My prior post covered some reasons why I believe the VC path may not be right for every technology startup. Here I’ll try to lay out the case in favor of seeking VC funding and what taking VC money means to a startup. A well-respected and very successful VC I know likes to point out that we are ultimately in the business of “selling” expensive money (to get precious equity), but the exchange can be invaluable to both VCs and entrepreneurs.
Capital as an Accelerant
It goes without saying that the primary function we serve as VCs are as providers of capital. But if you look most scenarios facing early stage VCs, we are typically investing in companies where our capital isn’t merely filling an operational financing gap but rather providing an accelerant that lets a startup progress more quickly than it otherwise would. That progress may cover a number of dimensions: recruiting additional members to the management team, going from a prototype to a commercial product, ramping sales & marketing efforts. If the additional of capital can accelerate a company’s trajectory in these ways, then it can certainly be a good opportunity to seek what is ultimately a relatively expensive form of equity financing.
Active Participants in Growth
Most early-stage VCs are fairly involved with their companies. Of course involvement can be both positive and negative… survey 100 different VC-backed entrepreneurs and you’ll inevitably find a number who felt their VC board members were busybodies or tried to micromanage them, and undoubtedly some of this is true. But the most productive relationships between VC investors and startup management teams happen where both parties respect one another and the distinct areas each can add value. VCs can provide strategic guidance at the board level, leverage their personal networks for business development and recruiting, and play a useful role in future financing. We hopefully provide a view across a breadth of companies or markets we’re involved with too, which can be useful to the entrepreneur “in the weeds” of growing his or her business with maniacal focus.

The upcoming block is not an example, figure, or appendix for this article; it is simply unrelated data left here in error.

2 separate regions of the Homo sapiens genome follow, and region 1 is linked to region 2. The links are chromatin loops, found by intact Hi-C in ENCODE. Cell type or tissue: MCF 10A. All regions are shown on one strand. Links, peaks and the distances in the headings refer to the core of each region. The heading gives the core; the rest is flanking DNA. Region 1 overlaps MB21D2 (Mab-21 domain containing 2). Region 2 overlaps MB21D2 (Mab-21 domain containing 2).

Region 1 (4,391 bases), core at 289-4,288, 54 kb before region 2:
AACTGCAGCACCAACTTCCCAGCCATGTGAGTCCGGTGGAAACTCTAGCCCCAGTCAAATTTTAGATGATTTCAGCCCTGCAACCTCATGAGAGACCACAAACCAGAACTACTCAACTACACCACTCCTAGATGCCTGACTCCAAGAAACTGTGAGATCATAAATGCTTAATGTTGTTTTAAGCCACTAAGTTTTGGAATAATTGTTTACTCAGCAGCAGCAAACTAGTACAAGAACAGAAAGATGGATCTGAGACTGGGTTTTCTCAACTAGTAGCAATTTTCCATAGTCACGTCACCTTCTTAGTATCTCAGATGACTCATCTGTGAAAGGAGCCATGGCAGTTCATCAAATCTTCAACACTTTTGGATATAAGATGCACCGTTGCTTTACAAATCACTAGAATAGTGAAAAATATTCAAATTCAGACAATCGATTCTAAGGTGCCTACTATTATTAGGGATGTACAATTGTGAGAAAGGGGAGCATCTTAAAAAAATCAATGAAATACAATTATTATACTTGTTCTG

I can tell you that during the early days at LinkedIn, having Mark Kwamme involved on our board and by extension Sequoia Capital played a meaningful role particularly in recruiting. And I hope I’m adding similar value now as a VC to the portfolio companies I’m involved with today.
The Big Pie
The simple math of cap tables is this… if you sell shares to VC investors, you as the entrepreneur are getting diluted in your ownership. Of course dilution is a function of the amount of capital coming in and the pre-money valuation ascribed to the company prior to the round, but suffice it to say that selling a single share = dilution. As I highlighted in the “con” case, you can build a modest sized company without taking outside funding and have a great success as an entrepreneur. But inherent in taking VC funding is generally signing up to the “big pie” plan, as in you will own a smaller piece of the pie due to dilution but the overall scope of the pie will be much bigger in the long run. And for most startups reaching that big pie, whether you’re talking about a $100M exit or a $1B+ exit, is typically impossible or would take an extraordinarily long time without VC funding.
Entrepreneurs who take VC funding aren’t giving up control of their companies (we’re typically not majority owners like buyout firms), but they are trading unilateral control and sole ownership in exchange for both capital and an active strategic voice at the table. If all parties are on the same page the whole can certainly be greater than the sum of the parts.